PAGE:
On May 31, Houston Police Chief Art Acevedo stood in a crowd of people who were protesting police brutality and Minneapolis police’s killing of George Floyd and began to cry. Surrounded by activists, Acevedo talked about Floyd, who was raised in Houston’s Third Ward, and said he was angry about the treatment of Black people in America.
“I may not be Black, but I’m God’s child,” Acevedo said as tears filled his eyes. “When I saw that man crying out for his momma, I thought about my momma. What I kept thinking is, he must be seeing her already.” He pointed toward the sky. “So I’m telling you, we will march as a department with this community,” he said. “I will march until we can’t stand no more. But I will not allow anyone to tear down this city.”
The speech earned Acevedo social media fame and major media appearances. On June 1, Christiane Amanpour interviewed Acevedo on CNN, where he extended his “deepest condolences to the Floyd family,” thanked protesters demonstrating in Houston, and said “the police stand with the community, and the community stands with the police.”
But while Acevedo was publicly mourning the death of Floyd at the hands of Minneapolis police, his officers were brutalizing the very protesters he praised. The Appeal interviewed multiple activists in Houston and reviewed videos taken from protests in the city. In addition to one officer caught on tape trampling a woman with a police horse (an incident for which Mayor Sylvester Turner was forced to apologize), video evidence, including some previously unavailable footage obtained by The Appeal, shows officers firing what appears to be tear gas at protesters, brutalizing people during their arrests, and violently handcuffing a woman in a wheelchair.
And while Houston police spokespersons have denied “kettling” protesters—a practice by which officers surround demonstrators, pen them in, and arrest the group—several activists who spoke to The Appeal say this is untrue.
Kettling has long been considered a dangerous police tactic. In 2017, the American Civil Liberties Union sued the Metropolitan Police Department in Washington, D.C. after that agency kettled protesters on President Donald Trump’s inauguration day. In a June 6 interview with Vox, an ACLU attorney said that not only is kettling is a form of mass detention that potentially violates the U.S. Constitution, it also increases unnecessary contact with law enforcement — leading to the potential spread of COVID-19. On June 5, the New York Times reported that NYPD kettling had set off a “fierce backlash” against the police and New York City Mayor Bill De Blasio.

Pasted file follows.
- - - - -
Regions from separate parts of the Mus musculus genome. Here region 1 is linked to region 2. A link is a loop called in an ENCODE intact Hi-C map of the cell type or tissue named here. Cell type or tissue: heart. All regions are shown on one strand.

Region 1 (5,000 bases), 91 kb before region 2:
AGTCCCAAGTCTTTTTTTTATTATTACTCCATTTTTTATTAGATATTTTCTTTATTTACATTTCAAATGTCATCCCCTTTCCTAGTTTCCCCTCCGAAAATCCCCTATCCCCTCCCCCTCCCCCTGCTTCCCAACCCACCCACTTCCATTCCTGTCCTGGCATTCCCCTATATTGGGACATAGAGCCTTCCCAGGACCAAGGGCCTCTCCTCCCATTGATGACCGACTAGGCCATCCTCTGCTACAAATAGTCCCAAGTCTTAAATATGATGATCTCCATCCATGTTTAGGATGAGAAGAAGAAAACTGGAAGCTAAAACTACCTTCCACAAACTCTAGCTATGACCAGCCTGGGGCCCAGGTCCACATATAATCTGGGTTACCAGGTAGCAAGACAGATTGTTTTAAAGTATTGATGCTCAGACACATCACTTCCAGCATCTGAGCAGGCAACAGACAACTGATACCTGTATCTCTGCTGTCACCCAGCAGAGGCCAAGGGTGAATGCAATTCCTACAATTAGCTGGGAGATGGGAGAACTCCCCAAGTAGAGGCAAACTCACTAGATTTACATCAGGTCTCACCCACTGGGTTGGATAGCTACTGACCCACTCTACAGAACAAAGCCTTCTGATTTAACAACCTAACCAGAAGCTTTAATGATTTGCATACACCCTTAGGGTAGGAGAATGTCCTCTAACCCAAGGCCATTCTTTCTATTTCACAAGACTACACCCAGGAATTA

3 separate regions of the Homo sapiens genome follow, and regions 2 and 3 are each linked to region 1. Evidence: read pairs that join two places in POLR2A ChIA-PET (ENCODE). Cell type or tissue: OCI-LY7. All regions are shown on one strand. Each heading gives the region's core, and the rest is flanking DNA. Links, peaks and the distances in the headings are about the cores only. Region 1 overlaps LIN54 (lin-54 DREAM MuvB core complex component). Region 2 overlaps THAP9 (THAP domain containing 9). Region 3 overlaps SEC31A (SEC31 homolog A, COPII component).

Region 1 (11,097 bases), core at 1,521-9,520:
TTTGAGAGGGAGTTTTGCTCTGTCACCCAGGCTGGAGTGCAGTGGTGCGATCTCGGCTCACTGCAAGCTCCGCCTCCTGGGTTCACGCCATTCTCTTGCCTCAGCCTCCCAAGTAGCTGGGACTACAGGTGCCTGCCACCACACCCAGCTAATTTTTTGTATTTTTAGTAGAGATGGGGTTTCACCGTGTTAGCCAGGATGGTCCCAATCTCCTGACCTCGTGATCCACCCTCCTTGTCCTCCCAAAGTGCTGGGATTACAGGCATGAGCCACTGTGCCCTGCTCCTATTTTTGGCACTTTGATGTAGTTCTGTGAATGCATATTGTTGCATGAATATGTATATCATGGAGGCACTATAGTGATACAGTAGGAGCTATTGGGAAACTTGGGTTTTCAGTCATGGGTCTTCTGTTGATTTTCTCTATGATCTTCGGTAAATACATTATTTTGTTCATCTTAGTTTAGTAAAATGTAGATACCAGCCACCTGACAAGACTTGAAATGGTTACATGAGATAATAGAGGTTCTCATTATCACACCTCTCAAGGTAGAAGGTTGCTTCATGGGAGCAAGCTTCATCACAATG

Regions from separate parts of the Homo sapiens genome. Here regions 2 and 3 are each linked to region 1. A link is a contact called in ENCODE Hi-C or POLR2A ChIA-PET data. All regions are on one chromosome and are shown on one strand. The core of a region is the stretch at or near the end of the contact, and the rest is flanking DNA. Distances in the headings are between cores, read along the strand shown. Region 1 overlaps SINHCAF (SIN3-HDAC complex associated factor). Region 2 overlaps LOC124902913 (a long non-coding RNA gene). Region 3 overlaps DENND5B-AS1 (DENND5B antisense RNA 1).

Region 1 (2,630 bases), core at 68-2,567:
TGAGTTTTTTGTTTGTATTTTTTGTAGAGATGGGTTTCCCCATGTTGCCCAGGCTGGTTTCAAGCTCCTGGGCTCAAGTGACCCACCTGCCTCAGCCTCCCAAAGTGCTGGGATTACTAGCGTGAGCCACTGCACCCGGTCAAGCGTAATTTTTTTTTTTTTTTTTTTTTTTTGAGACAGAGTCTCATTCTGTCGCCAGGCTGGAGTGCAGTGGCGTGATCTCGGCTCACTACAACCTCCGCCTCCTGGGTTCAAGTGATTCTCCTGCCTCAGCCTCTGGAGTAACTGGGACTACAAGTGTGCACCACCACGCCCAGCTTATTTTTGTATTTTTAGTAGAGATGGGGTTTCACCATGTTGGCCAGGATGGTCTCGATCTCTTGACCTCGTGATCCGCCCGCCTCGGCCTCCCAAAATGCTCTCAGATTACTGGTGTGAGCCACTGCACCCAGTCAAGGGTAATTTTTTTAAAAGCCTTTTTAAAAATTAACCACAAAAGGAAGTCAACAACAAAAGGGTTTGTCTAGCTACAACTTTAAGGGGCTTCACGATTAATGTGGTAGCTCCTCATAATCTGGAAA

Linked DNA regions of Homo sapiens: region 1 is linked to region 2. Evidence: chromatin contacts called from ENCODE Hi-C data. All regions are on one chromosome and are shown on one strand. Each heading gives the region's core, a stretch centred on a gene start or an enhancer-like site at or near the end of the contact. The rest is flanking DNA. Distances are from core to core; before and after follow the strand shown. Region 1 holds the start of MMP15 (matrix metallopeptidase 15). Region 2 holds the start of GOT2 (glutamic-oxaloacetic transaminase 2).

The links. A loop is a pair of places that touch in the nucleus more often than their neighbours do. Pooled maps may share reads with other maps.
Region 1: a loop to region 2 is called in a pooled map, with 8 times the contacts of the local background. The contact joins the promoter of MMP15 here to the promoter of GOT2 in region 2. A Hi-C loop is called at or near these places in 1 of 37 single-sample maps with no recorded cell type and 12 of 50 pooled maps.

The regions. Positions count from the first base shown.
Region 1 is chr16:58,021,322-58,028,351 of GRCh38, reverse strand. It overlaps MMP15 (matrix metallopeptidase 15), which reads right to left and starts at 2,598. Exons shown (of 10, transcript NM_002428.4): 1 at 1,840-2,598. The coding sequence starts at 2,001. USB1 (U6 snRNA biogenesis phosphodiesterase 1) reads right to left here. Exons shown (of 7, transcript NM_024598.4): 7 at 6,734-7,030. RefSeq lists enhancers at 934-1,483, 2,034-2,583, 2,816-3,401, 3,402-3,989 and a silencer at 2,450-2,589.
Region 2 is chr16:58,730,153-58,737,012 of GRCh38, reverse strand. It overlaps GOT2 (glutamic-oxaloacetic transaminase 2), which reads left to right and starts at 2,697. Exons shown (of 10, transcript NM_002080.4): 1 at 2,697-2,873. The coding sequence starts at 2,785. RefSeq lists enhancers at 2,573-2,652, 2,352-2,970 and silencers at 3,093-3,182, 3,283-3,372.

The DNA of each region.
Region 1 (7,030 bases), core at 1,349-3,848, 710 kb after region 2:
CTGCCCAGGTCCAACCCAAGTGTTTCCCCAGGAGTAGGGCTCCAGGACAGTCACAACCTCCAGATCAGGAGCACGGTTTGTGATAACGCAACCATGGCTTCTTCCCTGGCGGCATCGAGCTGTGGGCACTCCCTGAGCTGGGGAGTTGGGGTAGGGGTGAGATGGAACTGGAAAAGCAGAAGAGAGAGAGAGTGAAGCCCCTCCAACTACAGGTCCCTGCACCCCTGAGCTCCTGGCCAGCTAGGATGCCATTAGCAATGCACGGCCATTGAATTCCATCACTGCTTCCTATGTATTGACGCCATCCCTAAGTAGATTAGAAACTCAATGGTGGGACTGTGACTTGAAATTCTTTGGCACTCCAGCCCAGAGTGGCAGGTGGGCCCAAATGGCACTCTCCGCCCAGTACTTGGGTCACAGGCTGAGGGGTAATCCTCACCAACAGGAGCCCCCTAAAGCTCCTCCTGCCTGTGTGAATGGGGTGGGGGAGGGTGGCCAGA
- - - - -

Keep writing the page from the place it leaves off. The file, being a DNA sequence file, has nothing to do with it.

Video from Houston protests this week shows officers kettling protesters. In one clip, a group of penned-in protesters scream, “Here they come!” as officers storm into the crowd and rip people away to make arrests. In another clip, a woman shakily says she’s trapped, while officers stare blankly at her and ignore her cries for help.
“My message to Art Acevedo is to stop lying,” Ashton P. Woods, an activist with Black Lives Matter Houston, told The Appeal. “Because the same people walking with him were the same people pepper-spraying us later.”
Asked for comment on its use of kettling, a Houston police spokesperson directed The Appeal to a previously written media statement, in which Acevedo said his department “effected mass arrests on three separate nights” and that demonstrators “were given multiple verbal warnings that they were unlawfully obstructing the roadway” before being arrested.
“I am extremely proud of Houston’s response to this tragedy,” he said, adding that it showed “democracy at its finest.”
But on Tuesday, Harris County District Attorney Kim Ogg said that her office would dismiss 796 criminal cases as a result of a week-long review of protest-related arrests. Charges remain against 51 adults and one young person.